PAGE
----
Combined Insurance proffers tips when considering a commission-based sales job
By National Underwriter
By Michael K. Stanley
For those who thrive off of the independence, pressure and potentially lucrative rewards that a sales commission-based job offers, becoming a life insurance producer seems a natural fit. However, not all positions are the same and many companies offer varying degrees of support for their staff.
Combined Insurance, a provider of life, accident, disability and health products recently came up with a list of traits prospective producers should look for when joining a company.
And with the life insurance industry entrenched in a crucial battle to attract new talent, it would behoove the industry as well to look at Combined Insurance’s list of traits that prospective commission-based producers should look for.
With information abound about the “graying” of the life insurance workforce and no concrete reason as to why the industry cannot recruit young talent, rather than scratching heads and theorizing as to why the average age of an agent is 56 while the average age of a U.S. worker is 37, the industry should be employing all of its resources to avoid the current trajectory where by 2027, half the workforce will be retired. This is where Combined Insurance’s list can work both for the prospective employee and for the prospective employer.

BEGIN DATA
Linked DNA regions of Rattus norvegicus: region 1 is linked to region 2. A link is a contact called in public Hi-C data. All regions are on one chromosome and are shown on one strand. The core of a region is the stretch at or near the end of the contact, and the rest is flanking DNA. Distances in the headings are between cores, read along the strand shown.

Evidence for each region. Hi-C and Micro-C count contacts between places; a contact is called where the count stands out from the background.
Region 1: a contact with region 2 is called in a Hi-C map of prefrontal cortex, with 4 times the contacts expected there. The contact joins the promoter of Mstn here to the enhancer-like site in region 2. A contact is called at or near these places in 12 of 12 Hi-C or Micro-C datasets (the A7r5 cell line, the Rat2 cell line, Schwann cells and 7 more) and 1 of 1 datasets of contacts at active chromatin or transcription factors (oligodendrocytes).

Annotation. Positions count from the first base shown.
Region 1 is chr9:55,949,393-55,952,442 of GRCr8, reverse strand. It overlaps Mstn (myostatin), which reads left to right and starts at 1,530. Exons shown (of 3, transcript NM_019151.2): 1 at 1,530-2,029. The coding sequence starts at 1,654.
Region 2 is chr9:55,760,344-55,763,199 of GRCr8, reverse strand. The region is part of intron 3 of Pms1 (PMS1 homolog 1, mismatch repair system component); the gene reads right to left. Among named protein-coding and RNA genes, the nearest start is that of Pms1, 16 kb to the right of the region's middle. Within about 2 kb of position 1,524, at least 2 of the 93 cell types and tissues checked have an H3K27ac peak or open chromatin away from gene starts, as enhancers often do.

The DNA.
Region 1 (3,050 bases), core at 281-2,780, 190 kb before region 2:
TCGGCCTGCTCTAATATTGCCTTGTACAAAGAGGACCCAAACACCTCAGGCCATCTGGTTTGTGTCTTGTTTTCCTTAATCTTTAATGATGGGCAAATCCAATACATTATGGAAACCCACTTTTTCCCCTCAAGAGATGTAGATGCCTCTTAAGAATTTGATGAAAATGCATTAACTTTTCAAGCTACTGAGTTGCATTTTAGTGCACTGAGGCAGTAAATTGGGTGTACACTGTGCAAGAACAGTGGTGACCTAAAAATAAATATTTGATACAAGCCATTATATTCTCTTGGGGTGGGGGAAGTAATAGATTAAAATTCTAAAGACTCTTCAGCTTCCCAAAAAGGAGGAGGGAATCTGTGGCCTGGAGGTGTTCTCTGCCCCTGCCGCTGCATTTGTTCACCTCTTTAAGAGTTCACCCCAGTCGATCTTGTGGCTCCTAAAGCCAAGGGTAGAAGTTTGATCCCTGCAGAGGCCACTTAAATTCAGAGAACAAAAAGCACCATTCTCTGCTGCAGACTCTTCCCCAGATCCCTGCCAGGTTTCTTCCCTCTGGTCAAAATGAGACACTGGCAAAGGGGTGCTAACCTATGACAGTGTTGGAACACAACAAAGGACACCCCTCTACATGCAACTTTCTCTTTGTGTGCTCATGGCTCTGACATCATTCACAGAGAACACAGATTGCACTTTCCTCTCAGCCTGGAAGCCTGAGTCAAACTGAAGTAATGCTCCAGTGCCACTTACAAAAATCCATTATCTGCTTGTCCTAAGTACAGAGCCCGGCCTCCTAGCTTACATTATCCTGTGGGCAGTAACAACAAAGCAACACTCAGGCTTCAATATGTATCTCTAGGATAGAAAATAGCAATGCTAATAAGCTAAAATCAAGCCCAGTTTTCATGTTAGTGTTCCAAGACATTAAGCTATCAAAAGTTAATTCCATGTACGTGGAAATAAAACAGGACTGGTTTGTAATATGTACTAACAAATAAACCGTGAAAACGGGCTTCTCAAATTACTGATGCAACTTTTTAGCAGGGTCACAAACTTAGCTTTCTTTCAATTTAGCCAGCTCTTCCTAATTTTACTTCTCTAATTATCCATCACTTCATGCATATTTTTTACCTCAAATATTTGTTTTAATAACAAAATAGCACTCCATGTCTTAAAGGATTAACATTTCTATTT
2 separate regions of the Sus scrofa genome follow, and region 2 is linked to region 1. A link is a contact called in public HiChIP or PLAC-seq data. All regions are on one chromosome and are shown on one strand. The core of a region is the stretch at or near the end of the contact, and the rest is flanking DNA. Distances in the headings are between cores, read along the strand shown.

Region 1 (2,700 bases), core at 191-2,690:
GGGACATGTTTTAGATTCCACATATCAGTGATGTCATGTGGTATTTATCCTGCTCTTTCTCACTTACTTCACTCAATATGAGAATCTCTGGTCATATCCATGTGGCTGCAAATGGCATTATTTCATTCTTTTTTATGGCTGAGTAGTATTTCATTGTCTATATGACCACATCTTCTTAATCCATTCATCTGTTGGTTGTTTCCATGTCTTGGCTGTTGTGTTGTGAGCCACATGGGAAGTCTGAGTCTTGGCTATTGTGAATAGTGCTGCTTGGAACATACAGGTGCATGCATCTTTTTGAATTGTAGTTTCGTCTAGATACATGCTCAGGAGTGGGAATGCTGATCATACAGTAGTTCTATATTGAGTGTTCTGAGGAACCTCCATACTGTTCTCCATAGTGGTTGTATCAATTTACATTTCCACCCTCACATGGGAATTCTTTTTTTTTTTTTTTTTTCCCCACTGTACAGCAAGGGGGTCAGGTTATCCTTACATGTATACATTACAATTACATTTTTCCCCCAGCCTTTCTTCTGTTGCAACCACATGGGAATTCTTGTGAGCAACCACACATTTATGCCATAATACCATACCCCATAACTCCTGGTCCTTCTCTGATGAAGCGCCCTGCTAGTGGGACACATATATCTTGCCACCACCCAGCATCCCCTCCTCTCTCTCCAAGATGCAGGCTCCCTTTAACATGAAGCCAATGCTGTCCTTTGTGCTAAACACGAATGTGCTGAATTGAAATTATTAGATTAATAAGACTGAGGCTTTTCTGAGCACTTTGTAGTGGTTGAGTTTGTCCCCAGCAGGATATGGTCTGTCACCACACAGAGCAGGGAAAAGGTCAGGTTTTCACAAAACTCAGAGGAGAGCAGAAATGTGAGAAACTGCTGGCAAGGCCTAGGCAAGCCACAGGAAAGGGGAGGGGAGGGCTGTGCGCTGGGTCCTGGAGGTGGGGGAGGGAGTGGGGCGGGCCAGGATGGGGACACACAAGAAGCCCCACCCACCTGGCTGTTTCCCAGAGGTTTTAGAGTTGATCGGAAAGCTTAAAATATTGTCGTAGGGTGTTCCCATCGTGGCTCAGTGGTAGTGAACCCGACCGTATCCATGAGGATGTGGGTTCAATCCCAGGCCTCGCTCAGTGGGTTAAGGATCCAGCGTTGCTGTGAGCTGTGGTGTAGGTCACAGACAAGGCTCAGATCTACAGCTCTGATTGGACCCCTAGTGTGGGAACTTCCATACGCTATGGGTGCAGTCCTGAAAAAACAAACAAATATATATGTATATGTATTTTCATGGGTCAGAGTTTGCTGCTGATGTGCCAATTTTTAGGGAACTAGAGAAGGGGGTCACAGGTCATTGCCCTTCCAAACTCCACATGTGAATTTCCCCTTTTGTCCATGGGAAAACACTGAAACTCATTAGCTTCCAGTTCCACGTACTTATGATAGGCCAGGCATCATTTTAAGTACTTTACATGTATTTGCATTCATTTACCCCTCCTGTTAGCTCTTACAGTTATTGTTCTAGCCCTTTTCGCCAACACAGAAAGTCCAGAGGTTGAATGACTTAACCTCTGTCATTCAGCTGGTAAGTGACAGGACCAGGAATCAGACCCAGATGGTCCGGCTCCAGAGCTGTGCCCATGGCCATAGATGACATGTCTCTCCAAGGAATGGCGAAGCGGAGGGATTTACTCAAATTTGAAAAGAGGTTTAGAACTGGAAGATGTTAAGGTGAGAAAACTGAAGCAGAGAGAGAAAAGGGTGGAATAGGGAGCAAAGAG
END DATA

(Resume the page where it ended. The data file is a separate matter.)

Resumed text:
Combined Insurance suggests that when looking at a company to work for one should examine the following factors:
Guaranteed income—does the company offer some level of guaranteed income to supplement a new agents’ budding customer base?
Comprehensive training and support—does the company offer customer-centric training that is either paid or free?
Sales tools—does the company avail the employee with sales materials at no cost?
Free Leads—does the company provide the employee with free leads?
Success recognition—does the company offer incentive and bonus programs to help motivate the employee?
Employee status—Although many commission-based employees work under independent contractor status, there is a shifting trend toward offering employees full-time benefits such as medical insurance and 401(k) plans.
Career development and advancement— does the company offer a defined career path with various opportunities for advancement?
Job portability—does the company allow you to keep your job should you decide to move?
Originally published on LifeHealthPro.com